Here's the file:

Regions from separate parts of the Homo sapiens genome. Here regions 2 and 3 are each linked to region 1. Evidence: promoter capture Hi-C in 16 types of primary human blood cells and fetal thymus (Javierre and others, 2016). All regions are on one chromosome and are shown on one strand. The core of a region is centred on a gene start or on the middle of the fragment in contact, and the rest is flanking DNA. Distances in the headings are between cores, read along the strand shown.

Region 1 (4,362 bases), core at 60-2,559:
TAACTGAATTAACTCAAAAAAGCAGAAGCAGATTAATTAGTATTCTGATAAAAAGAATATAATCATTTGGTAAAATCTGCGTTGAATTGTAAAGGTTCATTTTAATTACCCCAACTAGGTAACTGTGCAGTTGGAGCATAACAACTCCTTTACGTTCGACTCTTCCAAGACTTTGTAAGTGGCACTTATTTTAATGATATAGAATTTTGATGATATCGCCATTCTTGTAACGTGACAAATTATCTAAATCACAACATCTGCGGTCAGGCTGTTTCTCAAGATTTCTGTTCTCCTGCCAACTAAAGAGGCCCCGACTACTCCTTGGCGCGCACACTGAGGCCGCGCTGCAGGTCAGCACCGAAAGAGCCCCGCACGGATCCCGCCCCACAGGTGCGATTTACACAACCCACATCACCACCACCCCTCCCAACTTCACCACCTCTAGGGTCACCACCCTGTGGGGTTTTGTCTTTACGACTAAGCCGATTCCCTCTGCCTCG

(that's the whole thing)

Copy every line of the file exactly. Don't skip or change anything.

Regions from separate parts of the Homo sapiens genome. Here regions 2 and 3 are each linked to region 1. Evidence: promoter capture Hi-C in 16 types of primary human blood cells and fetal thymus (Javierre and others, 2016). All regions are on one chromosome and are shown on one strand. The core of a region is centred on a gene start or on the middle of the fragment in contact, and the rest is flanking DNA. Distances in the headings are between cores, read along the strand shown.

Region 1 (4,362 bases), core at 60-2,559:
TAACTGAATTAACTCAAAAAAGCAGAAGCAGATTAATTAGTATTCTGATAAAAAGAATATAATCATTTGGTAAAATCTGCGTTGAATTGTAAAGGTTCATTTTAATTACCCCAACTAGGTAACTGTGCAGTTGGAGCATAACAACTCCTTTACGTTCGACTCTTCCAAGACTTTGTAAGTGGCACTTATTTTAATGATATAGAATTTTGATGATATCGCCATTCTTGTAACGTGACAAATTATCTAAATCACAACATCTGCGGTCAGGCTGTTTCTCAAGATTTCTGTTCTCCTGCCAACTAAAGAGGCCCCGACTACTCCTTGGCGCGCACACTGAGGCCGCGCTGCAGGTCAGCACCGAAAGAGCCCCGCACGGATCCCGCCCCACAGGTGCGATTTACACAACCCACATCACCACCACCCCTCCCAACTTCACCACCTCTAGGGTCACCACCCTGTGGGGTTTTGTCTTTACGACTAAGCCGATTCCCTCTGCCTCG